However, some searches are a lot more valuable to Google than others, and a lot of the queries made via voice assistants either involve content that Google likely wouldn't run ads against if a user searched for them (sports scores, weather info, etc.) or are for actions that a user wouldn't rely on Google Search for (setting reminders, playing music, etc.). Higher-value searches, the kind likely to drive transactions and see ads run against them, aren't as affected.
Also: On smartphones, some voice assistant activity could actually drive additional search traffic, since Google Assistant's response to a query will often by accompanied by a button to pull up a related search page.
3) Facebook - Though Google's search and YouTube ad sales continue growing rapidly, its ad sales for third-party sites have been pressured some by Facebook's momentum. The company's Google Network segment, which covers ad sales on non-Google properties, only saw revenue grow 4% last year to $15.6 billion. In addition, Mark Zuckerberg & Co. are stepping up their efforts to win over online retailers, travel firms and other ad-buyers that have depended heavily on Google.
But Google Network's growth is expected to improve to 12% in 2017, aided by a healthy mobile ad business and new deals with web publishers. And Google Search still remains unmatched in its ability to send targeted ads based on what a person is interested in at a particular moment.
As for Facebook, the largest threats to its ad business arguably go as follows:
1) Limited ad inventory growth - Though Instagram and the company's ad network for third-party apps have become important growth drivers, Facebook's sales still depend heavily on ads run on its main news feed. And it has cautioned for a while that its news feed ad load -- the number of ads run during a given amount of scrolling -- won't grow significantly starting in the second half of 2017. In the third quarter, the number of ad impressions and clicks Facebook collected revenue on only grew 10%.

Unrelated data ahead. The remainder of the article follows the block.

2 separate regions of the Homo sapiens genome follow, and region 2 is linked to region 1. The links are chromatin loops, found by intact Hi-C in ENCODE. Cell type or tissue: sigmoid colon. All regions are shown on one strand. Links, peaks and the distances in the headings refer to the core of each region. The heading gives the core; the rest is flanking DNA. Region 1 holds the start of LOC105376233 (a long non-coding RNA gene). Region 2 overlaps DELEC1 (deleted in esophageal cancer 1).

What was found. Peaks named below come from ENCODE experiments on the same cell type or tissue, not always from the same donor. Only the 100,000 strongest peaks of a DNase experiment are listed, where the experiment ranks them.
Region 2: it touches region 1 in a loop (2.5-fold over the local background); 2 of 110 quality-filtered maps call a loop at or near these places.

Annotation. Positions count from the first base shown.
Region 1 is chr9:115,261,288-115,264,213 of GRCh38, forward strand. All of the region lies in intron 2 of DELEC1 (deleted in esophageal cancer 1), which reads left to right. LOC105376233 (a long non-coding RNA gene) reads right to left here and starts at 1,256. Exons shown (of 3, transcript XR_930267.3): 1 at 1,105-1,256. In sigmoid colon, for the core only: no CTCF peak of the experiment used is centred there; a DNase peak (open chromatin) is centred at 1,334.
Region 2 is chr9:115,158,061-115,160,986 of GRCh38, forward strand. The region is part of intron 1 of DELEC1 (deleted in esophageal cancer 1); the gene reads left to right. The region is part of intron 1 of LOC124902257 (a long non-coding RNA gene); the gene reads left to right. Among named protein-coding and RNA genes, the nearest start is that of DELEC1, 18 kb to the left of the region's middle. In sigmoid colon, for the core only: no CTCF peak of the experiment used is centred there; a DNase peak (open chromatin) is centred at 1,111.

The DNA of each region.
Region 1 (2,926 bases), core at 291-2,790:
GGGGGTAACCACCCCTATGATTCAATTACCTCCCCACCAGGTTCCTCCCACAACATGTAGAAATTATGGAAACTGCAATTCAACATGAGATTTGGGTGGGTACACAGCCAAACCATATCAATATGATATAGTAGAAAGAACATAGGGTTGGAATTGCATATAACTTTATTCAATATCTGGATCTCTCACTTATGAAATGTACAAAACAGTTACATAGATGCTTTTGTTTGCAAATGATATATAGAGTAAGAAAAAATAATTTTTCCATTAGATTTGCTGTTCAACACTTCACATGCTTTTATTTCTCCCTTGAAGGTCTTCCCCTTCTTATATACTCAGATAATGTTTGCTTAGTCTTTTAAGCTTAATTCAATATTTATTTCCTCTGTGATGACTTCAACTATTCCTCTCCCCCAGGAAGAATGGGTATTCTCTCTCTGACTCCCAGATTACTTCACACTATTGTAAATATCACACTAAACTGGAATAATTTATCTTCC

So how did Facebook's ad revenue rise 49% in the quarter? Its average price per ad rose 34%, as strong demand (driven by the quality of Facebook's ad products and targeting abilities) combined with limited supply growth to boost prices. The company should continue to see solid price growth in 2018, while also seeing ad supply benefit from user growth and higher Instagram ad load.
2) Video and messaging challenges - Facebook is betting its recently-launched Watch platform for professional video content will become a YouTube rival, and in doing so open up a lot of valuable brand ad inventory. But first, Watch needs to become a hit with consumers, and the early going has been rocky.
Further down the line, Facebook is betting Messenger and WhatsApp, each of which have over 1.2 billion monthly users are remain lightly monetized, will become major growth engines. However, getting the formula right for showing ads within messaging apps could take time -- particularly on WhatsApp, given the app's minimalist design.
That said, Facebook appears intent on spending what's needed to make Watch a hit, and its reach and content-targeting abilities should eventually win over many content creators and advertisers. And both Facebook's success at monetizing its core app and Instagram, and the success seen by Asian messaging apps such as WeChat and Line at monetizing via ads, games, commerce and other revenue streams, bodes well for Facebook's ability to eventually figure out how to profit from Messenger and WhatsApp.